I am counting down my favorite books of 2017. Today we are going from #5 to #1. To see #10 through #6 click here. This post contains affiliate links to all of the books mentioned.
I am a history junky. I love learning about the past but usually read books about war, or major events. Recently I have begun to enjoy biographies and hope to read more in 2018. I loved this book about Abigail Adams. It was funny, informative, and surprising. Much of the book was made up of letters Adams exchanged with her husband (John Adams), Thomas Jefferson, and her other friends and family. Through the letters and other biographical information it became evident that Adams was quite the woman. She started and kept a business going through the Revolutionary War and was a big contributing factor to why her husband was not in debt, as many other men of the age were, when he died. She had strong faith in God, was self-educated, and endured crippling loss with grace. I was very inspired by her story.
If you have been reading my blog for awhile you will know I am a Little House in the Big Woods fan, and the setting of this book reminded me a bit of my Laura Ingalls Wilder fave. The Snow Child is set in Alaska in the 1920s. The main characters Mabel and Jacob have left their family and the tragic loss of their child behind them to move to the last frontier to farm. The winters are tough and the growing season is just long enough to get what you need to done with no room for error. They grow lonely and further away from each other while trying to make their farm flourish. Then one night they build a little snow girl, complete with mittens and a hat, in their yard. The next day it has been wrecked and they see something running through the trees that looks like it might be wearing their hat and mittens. This is a story of new beginnings and allowing happiness to take root in your life, even in uncertain times.
I don’t know if this classifies as magical realism (I mean magic could be real right?) or just plain fantasy, but I loved it. The backbone of the story is a competition between two young magicians that has spilled into their lives by way of an old feud. The real magic begins to happen when the circus comes to town. The circus only happens at night and it is full of wonders that would seem impossible in the light of day. As the story progresses you begin to see how the dual and the circus are connected. The odd, but wonderful, cast of characters makes this a delightful read. I listened to this book on audio because my favorite audiobook narrator, Jim Dale of Harry Potter audiobook fame, reads this one. He does not disappoint and as the suspense builds, and the fate of your favorite characters lies in the balance, you might find yourself sitting in the car listening to just one more chapter before you step back into the real world.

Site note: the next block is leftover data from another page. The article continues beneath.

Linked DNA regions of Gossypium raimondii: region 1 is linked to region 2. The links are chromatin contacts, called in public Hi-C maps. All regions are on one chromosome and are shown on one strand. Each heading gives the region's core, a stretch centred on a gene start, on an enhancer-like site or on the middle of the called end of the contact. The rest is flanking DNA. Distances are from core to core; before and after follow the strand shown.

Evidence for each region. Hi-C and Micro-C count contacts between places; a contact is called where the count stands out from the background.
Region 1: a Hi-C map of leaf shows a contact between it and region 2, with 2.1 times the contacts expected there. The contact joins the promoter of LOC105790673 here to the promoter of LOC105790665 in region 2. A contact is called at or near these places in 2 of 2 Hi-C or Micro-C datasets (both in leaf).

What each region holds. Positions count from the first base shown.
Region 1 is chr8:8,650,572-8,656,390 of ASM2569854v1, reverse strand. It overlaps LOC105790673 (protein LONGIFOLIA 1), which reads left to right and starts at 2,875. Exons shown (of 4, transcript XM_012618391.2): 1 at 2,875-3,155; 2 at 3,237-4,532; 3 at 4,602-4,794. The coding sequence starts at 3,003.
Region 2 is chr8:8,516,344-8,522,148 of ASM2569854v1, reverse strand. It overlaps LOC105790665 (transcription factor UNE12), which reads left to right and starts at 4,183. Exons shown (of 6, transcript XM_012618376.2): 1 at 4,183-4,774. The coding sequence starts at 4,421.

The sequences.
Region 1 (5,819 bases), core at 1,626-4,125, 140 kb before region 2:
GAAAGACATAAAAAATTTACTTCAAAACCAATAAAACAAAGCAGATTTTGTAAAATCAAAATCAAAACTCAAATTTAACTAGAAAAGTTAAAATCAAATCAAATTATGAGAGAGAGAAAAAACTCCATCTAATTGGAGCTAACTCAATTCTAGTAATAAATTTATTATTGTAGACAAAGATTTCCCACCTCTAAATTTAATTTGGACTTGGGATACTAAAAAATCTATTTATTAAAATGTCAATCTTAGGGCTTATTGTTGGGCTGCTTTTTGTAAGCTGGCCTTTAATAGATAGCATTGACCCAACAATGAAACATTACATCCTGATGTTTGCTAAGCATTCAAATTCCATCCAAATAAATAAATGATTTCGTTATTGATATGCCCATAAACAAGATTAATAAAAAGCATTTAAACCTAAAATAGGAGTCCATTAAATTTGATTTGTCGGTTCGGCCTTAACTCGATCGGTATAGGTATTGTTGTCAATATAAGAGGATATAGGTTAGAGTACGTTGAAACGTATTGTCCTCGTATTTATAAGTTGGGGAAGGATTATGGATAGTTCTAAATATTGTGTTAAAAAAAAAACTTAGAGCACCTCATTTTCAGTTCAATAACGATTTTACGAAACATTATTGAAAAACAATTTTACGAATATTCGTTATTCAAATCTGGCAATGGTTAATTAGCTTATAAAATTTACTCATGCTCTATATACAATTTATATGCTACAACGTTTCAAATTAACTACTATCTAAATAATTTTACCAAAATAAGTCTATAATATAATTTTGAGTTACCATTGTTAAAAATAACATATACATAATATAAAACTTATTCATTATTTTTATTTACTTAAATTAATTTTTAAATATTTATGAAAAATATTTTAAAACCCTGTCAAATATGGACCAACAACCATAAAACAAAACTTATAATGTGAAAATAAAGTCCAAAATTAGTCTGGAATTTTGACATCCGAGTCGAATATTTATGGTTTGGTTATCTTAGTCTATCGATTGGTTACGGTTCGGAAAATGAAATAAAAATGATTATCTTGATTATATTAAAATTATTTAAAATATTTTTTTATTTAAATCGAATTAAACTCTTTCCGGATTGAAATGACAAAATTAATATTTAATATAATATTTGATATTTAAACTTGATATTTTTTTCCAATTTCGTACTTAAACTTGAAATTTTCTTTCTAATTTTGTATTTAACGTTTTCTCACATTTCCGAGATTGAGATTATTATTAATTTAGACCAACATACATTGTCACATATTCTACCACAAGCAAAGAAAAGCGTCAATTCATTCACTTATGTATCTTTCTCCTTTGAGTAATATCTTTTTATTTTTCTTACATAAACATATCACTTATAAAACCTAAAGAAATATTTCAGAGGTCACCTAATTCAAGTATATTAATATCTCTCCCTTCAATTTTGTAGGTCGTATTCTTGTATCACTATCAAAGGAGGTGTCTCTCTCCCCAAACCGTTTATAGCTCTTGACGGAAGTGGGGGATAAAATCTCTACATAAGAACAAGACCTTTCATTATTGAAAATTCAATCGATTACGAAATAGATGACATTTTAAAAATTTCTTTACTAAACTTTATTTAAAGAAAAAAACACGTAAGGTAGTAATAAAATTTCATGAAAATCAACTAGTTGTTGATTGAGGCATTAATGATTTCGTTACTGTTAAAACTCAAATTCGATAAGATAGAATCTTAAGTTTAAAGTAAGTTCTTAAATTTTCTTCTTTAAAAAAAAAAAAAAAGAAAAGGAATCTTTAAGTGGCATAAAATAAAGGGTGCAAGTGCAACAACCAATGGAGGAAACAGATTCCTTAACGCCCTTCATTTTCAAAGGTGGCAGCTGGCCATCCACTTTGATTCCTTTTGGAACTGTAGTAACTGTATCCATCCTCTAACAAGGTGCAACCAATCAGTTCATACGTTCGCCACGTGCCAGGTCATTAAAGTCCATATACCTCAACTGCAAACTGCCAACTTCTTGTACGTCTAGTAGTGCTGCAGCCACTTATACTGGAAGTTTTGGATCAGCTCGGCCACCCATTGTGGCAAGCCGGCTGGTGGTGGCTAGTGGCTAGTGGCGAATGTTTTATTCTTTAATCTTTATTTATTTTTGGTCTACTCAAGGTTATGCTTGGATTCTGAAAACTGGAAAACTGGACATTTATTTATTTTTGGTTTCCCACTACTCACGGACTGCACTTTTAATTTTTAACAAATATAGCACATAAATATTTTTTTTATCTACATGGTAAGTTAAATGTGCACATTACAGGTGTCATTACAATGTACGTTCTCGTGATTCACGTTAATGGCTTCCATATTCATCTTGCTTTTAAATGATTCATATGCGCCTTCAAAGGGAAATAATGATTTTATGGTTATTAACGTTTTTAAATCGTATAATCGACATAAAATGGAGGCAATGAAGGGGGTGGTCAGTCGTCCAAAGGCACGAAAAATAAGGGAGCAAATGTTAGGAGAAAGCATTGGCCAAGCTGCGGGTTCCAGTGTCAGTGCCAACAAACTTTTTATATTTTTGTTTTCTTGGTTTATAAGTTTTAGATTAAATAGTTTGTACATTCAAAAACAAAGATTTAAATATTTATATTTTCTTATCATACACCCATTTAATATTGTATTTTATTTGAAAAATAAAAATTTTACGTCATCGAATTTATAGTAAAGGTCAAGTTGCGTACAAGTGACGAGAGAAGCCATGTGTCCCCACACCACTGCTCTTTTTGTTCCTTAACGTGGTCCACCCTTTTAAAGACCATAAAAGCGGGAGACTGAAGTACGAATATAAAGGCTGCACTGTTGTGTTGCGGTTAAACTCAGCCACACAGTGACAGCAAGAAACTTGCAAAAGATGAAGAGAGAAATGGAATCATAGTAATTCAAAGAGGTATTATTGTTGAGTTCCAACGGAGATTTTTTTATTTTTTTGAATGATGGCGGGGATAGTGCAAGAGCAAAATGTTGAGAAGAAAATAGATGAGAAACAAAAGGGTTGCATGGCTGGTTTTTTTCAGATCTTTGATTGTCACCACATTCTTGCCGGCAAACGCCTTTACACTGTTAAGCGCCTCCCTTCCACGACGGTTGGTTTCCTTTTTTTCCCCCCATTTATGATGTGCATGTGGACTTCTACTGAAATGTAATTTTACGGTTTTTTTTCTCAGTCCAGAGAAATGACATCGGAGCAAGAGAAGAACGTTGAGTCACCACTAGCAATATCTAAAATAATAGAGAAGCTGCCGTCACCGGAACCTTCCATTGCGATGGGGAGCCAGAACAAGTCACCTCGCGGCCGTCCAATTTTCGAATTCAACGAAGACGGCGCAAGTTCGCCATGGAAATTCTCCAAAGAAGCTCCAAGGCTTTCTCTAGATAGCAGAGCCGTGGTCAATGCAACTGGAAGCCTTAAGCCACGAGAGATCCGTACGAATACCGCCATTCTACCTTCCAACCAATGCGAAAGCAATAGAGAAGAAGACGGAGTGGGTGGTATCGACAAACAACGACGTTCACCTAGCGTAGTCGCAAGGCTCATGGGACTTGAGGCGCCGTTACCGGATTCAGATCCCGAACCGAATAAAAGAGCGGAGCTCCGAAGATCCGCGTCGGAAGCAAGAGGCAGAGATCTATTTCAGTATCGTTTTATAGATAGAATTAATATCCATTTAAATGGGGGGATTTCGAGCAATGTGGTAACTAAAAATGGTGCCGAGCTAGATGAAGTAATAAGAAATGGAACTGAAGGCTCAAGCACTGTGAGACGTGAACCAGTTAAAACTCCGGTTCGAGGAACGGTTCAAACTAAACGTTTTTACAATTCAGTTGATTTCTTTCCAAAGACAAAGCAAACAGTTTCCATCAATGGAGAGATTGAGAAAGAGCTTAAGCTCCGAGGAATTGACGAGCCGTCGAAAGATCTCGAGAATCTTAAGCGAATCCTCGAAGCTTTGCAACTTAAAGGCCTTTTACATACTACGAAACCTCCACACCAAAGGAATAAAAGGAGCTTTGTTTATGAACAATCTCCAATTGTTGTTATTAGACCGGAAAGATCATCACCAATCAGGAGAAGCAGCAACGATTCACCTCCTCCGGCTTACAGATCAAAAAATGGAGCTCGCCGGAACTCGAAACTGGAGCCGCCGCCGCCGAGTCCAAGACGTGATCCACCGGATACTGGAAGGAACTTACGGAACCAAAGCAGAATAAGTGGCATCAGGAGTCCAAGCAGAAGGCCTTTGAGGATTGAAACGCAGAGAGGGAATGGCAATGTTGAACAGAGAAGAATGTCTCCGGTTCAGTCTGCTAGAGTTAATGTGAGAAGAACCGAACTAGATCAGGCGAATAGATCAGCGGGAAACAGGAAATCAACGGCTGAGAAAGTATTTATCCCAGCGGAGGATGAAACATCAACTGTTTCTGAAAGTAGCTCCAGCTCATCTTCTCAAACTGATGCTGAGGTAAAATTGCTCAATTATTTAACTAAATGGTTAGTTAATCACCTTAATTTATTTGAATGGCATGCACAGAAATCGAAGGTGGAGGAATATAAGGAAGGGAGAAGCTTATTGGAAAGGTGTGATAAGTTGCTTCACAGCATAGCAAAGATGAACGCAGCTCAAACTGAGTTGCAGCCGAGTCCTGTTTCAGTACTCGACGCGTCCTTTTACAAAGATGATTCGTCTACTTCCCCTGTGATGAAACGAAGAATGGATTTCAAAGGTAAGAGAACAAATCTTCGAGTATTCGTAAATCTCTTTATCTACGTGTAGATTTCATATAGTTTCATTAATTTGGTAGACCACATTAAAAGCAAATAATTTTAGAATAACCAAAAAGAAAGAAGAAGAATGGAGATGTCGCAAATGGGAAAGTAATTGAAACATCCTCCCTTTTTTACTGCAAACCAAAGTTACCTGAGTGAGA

This is one of those books that is about nothing and everything at the same time. It follows the lives of two couples who become close friends when they meet during The Great Depression. This is definitely a character driven novel; the excitement is in the gorgeous writing and exquisite relationships Stegner has woven together. He is able to take you to all of the places the characters spend time together; from Wisconsin, to Vermont, and a trip to Italy, you feel like you have gone with them. Stegner deftly explores love and friendship. As the reader, I developed strong opinions on each of the main characters, almost as if I had known them for decades. If you love a good quote get your highlighter out when reading this book. There are so many gorgeous turns of phrase and poignant observations that your book will become well marked.
Since I read 98 books this year it is probably obvious that I am a voracious reader. I would not say I am a fast reader, but I get through books quickly. This book was so good it slowed me down. In fact, I reread so much of it I would say I got close to reading it twice. The words and feeling of nostalgia were worth savoring. I cried when reading the introduction. Never have I read a book that so strongly made me remember the last days of childhood; the moments spent dreaming of being older with innocence and childlike curiosity still driving you. I cannot even describe what I mean, but I felt it when reading Bradbury’s words. This was my first book by him (weird, right?) and it will not be my last. If he can make me feel even a quarter of what this book made me feel then it will be worth it.While many of the books on my top 10 list make great winter reads Dandelion Wine is summer in a book. Read it. Please.
2017 was a wonderful reading year for me and I cannot wait to see what 2018 brings. What was your favorite book of 2017? What are you looking forward to reading in 2018? Let me know in the comments.
Until next time,
I love you more than reading fast and feelings of the past,